Older Workers - 8 June 2010
Imagine living to be 100. This photograph is of a young Eugénie Blanchard, and today she’s the oldest living person in the world. Eugénie is 114 years old. One day, this won’t be so unusual. In 1900, there were only 50 centenarians in Australia. By 2020, it’s estimated there’ll be more than 12,000. It’s the fastest growing age group in the country.
An Australian study has revealed what it takes to become a centenarian and it has little to do with genetics. Researchers at the University of NSW discovered that what gets someone to the age of 100 comes down to one word: personality. In particular, the following are the most common characteristics found in centenarians. Each one can be linked to the engagement of older employees at work.
Positive outlook: The researchers noticed a low level of neuroticism in the centenarians. When they recalled historical behaviours, there was very little fear and anger. So, if you resort to fear and anger as forms of negative motivation at work, your tactics might be effective in the short term, but they’re not sustainable in the long run.
Open to change: The centenarians were found to easily adapt to changes and were unlikely to harbour resentment. Likewise, it’s a myth that older workers are less likely to embrace change than their Gen Y counterparts. So long as you genuinely consult them before it happens and involve them during its implementation, older employees won’t resist change.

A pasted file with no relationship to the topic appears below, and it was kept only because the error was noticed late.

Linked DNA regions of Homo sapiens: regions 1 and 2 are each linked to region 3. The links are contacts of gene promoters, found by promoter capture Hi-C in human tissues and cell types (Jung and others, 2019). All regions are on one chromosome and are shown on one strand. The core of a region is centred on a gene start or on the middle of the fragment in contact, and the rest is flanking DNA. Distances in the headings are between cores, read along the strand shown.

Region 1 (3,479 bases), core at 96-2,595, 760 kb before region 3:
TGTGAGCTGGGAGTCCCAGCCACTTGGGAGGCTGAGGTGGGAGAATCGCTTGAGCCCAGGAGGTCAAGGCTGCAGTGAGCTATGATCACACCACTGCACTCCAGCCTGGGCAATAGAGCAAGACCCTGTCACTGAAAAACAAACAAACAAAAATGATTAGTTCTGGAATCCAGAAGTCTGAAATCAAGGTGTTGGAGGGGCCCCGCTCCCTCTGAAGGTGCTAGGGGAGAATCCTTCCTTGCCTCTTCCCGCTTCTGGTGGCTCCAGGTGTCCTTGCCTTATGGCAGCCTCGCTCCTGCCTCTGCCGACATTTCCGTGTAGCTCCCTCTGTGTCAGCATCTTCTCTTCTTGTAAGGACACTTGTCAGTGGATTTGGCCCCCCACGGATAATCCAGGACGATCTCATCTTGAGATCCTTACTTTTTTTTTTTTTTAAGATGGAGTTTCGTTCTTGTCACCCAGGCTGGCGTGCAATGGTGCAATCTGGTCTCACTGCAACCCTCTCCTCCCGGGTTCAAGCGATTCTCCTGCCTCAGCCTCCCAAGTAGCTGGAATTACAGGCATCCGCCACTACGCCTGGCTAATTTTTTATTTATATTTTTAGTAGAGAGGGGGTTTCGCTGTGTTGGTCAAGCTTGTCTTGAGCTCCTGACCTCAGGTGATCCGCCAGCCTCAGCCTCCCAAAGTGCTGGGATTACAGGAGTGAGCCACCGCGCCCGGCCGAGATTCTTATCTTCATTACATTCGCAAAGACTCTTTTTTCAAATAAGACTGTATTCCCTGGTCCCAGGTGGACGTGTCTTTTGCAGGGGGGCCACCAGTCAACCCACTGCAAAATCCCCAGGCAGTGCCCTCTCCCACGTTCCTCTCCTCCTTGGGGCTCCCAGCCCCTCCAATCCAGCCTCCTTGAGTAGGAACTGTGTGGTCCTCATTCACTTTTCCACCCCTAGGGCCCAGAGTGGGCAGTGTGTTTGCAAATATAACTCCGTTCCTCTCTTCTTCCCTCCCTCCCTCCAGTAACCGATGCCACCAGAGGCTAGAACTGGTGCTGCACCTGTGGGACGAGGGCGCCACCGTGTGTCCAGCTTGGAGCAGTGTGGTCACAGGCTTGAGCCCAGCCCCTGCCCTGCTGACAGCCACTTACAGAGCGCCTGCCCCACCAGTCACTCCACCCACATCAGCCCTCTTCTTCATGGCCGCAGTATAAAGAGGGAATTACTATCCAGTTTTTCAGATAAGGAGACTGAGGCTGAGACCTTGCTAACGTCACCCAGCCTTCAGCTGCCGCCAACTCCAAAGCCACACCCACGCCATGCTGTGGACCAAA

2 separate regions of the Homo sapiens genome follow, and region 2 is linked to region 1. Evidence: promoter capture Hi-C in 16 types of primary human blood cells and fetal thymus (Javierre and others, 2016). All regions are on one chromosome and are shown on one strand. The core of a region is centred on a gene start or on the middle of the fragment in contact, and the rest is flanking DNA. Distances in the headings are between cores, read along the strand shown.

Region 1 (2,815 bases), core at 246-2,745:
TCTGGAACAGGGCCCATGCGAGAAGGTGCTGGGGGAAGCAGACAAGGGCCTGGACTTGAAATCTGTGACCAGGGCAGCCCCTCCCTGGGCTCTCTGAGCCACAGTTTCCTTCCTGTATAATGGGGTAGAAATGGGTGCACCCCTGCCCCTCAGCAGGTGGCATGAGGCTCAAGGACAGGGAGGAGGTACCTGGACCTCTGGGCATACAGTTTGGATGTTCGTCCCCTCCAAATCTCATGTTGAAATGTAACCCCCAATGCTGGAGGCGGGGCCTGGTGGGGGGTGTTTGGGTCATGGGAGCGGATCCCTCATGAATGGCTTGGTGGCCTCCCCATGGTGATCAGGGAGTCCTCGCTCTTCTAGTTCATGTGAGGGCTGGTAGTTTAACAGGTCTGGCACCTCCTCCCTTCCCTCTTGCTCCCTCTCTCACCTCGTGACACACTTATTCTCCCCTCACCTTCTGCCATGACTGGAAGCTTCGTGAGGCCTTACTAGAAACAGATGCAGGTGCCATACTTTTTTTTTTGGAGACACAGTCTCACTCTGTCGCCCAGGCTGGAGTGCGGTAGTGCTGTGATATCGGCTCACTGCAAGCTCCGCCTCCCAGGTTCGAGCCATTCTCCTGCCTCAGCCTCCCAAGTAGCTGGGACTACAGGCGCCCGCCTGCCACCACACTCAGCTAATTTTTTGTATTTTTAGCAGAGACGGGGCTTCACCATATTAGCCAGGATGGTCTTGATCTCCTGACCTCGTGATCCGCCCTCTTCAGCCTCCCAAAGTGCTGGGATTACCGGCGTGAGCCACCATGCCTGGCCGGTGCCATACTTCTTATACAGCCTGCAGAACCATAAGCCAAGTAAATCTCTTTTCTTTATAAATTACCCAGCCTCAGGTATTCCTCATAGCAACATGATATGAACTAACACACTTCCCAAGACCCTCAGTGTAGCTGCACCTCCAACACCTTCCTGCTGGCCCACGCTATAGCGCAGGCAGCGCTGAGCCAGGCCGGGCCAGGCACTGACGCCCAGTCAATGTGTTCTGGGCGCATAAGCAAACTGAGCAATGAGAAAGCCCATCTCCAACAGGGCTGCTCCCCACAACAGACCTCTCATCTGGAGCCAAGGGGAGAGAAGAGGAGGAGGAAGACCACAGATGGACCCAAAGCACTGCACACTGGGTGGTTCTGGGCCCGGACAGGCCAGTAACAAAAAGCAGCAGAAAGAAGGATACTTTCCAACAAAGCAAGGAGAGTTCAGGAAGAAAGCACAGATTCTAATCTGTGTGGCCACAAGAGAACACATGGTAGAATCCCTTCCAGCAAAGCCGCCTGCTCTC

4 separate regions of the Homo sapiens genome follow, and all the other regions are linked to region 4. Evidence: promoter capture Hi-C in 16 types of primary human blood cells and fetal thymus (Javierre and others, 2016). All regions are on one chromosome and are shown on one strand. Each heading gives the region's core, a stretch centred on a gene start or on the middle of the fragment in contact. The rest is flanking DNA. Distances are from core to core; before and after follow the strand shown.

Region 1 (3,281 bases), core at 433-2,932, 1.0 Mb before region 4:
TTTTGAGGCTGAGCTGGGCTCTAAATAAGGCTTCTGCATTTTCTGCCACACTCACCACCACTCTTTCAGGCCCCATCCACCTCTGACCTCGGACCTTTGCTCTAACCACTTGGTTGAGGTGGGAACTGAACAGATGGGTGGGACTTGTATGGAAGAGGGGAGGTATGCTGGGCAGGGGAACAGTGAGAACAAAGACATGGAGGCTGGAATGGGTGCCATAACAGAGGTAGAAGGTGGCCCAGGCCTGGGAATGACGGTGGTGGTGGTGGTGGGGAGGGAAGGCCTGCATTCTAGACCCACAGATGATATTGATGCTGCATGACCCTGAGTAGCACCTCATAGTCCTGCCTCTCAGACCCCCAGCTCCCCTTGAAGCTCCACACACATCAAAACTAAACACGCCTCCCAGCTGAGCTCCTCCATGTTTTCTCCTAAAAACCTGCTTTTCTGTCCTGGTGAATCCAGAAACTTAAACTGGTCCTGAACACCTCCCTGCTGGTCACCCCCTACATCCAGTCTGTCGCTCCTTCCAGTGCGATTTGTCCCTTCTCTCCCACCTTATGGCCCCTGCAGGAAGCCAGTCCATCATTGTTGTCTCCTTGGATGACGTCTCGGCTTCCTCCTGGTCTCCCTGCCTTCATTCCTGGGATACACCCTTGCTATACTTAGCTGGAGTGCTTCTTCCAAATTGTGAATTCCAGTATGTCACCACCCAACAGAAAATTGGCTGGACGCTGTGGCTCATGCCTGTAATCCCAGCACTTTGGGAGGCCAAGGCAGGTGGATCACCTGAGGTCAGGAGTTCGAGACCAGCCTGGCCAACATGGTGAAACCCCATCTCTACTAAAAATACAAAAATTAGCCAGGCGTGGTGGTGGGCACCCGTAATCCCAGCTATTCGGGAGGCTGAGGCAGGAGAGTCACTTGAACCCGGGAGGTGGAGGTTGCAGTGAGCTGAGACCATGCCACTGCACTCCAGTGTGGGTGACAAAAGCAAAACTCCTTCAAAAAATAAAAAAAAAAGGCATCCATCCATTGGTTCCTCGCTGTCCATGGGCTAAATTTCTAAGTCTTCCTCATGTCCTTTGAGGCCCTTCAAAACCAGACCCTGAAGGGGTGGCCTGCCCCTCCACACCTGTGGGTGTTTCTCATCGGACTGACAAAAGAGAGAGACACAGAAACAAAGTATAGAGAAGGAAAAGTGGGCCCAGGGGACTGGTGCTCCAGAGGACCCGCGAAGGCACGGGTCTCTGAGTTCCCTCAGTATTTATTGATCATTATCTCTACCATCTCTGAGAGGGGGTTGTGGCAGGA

Being resilient: The centenarians reported low levels of stress and anxiety and did not internalise stressful events. This manifests itself at work, too. Older employees joined the workforce at a time when jobs were few and bosses were dictatorial. Don’t assume that the energy of younger workers is greater than the toughness of older ones.
Health-conscious: 60 per cent of the centenarians remained physically active, with most of them doing exercises every day. Increasingly, managers are realising the benefits of helping their employees to be fit. Have healthy snacks available in the tearoom and initiate onsite fitness classes that would appeal to older workers, such as Pilates and walking groups.
Good relationships: Almost all the centenarians got together with their family at least once a week, and 70 per cent of them were convinced their social connectedness contributed to their longevity. There are few elements at work more powerful than the strength of employee relationships. Maximise the level of meaningful interaction colleagues have with each other.
Keeping busy: 7 in 10 centenarians are members of routine group activities where their schedules are kept full and exciting. At work, this relates directly to their job. Give older employees interesting work to do; harness their experience by getting them to mentor others; and delegate tasks especially when workdays are slow.
One thing’s for sure: older workers aren’t engaged by old-school methods. Not anymore.
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